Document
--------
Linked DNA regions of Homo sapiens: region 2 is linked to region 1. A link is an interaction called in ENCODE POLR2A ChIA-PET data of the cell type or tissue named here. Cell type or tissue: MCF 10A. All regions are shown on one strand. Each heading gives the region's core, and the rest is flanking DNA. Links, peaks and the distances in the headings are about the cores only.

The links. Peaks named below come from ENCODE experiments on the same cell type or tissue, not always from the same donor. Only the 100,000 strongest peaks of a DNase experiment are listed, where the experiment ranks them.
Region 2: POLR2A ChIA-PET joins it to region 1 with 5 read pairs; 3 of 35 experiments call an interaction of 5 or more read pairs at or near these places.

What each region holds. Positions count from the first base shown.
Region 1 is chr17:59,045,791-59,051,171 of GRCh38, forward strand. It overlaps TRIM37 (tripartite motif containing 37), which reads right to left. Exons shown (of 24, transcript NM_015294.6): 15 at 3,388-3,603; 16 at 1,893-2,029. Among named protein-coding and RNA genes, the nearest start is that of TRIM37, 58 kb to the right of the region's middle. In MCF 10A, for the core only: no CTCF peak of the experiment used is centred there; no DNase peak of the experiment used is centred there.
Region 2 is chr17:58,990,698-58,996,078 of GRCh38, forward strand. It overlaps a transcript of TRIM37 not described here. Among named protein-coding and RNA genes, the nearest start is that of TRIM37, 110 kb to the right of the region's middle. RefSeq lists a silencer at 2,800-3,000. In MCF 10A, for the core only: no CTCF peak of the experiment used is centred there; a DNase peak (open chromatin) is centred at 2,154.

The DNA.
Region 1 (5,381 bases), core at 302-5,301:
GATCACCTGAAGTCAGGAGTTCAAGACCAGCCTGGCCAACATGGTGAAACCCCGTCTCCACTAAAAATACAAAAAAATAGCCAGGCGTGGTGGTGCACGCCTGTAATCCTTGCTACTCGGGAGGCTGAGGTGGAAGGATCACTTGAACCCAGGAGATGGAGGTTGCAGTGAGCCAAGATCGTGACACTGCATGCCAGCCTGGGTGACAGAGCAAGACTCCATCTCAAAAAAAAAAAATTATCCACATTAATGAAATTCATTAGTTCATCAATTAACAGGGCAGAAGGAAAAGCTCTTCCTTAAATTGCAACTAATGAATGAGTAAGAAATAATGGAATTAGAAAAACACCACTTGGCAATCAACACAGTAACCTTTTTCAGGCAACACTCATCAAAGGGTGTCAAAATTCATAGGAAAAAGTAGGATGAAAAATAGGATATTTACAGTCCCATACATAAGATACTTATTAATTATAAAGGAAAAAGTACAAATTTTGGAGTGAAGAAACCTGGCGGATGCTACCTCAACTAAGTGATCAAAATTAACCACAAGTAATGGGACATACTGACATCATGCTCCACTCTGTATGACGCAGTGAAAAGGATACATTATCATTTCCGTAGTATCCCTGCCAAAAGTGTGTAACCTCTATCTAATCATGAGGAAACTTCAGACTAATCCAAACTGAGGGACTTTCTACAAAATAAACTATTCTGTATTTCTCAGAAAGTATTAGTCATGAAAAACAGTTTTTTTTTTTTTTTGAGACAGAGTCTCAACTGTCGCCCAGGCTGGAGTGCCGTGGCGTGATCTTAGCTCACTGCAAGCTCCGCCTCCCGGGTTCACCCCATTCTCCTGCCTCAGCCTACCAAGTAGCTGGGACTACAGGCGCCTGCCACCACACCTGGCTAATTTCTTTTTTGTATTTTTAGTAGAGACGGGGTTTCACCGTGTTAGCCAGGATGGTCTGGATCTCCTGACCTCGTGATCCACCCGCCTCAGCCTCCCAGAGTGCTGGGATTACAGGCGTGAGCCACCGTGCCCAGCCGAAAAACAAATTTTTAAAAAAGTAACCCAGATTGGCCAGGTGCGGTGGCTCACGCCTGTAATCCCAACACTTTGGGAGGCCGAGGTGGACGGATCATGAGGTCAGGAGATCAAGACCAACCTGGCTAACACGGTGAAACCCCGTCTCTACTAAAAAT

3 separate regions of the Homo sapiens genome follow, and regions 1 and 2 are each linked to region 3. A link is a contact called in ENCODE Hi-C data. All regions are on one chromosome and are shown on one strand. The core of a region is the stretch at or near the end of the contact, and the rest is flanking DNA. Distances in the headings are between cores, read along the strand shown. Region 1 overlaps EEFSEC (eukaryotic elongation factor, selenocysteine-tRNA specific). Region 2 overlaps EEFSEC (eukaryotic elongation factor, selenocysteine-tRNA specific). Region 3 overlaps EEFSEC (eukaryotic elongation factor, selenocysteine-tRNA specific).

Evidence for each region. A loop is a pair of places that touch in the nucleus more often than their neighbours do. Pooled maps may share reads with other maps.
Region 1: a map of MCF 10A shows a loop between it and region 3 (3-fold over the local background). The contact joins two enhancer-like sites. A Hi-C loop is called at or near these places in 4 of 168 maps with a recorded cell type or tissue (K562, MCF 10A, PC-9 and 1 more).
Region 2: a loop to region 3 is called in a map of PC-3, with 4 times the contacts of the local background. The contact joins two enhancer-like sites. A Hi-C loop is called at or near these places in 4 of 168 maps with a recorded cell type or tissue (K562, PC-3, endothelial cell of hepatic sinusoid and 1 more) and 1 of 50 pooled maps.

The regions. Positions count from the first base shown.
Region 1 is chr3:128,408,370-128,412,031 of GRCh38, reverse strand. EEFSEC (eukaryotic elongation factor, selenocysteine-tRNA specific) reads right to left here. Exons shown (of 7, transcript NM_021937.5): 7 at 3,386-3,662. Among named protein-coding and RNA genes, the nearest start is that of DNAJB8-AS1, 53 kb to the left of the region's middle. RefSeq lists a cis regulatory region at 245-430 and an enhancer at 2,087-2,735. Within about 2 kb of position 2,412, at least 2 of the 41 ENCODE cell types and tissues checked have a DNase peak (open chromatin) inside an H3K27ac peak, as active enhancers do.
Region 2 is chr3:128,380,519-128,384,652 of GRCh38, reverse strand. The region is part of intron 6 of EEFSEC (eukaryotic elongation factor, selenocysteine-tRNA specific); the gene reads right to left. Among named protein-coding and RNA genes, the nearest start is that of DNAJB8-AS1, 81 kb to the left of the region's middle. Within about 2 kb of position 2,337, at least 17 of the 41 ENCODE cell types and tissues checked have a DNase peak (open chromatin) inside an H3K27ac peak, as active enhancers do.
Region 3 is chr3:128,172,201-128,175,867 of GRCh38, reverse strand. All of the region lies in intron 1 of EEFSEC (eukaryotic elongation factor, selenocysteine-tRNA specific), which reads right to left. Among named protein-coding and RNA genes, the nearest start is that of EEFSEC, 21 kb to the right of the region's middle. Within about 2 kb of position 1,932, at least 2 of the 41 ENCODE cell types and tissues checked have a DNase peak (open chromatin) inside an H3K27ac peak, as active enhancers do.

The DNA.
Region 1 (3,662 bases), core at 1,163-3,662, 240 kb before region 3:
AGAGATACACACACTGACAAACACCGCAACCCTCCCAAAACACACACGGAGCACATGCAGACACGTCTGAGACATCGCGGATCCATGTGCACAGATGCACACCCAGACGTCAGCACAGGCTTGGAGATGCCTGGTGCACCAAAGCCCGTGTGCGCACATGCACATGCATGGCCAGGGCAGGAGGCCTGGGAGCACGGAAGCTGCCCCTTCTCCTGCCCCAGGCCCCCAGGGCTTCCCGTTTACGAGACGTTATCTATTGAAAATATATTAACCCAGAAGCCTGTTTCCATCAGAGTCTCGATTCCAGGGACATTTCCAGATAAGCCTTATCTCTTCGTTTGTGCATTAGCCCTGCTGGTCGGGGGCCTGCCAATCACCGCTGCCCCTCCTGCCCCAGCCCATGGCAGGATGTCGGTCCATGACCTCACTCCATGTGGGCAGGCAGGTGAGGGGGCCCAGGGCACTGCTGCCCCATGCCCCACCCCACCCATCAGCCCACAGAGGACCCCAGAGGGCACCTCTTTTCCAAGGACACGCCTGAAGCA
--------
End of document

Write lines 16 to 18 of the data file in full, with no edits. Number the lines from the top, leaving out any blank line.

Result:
Region 2 is chr3:128,380,519-128,384,652 of GRCh38, reverse strand. The region is part of intron 6 of EEFSEC (eukaryotic elongation factor, selenocysteine-tRNA specific); the gene reads right to left. Among named protein-coding and RNA genes, the nearest start is that of DNAJB8-AS1, 81 kb to the left of the region's middle. Within about 2 kb of position 2,337, at least 17 of the 41 ENCODE cell types and tissues checked have a DNase peak (open chromatin) inside an H3K27ac peak, as active enhancers do.
Region 3 is chr3:128,172,201-128,175,867 of GRCh38, reverse strand. All of the region lies in intron 1 of EEFSEC (eukaryotic elongation factor, selenocysteine-tRNA specific), which reads right to left. Among named protein-coding and RNA genes, the nearest start is that of EEFSEC, 21 kb to the right of the region's middle. Within about 2 kb of position 1,932, at least 2 of the 41 ENCODE cell types and tissues checked have a DNase peak (open chromatin) inside an H3K27ac peak, as active enhancers do.

The DNA.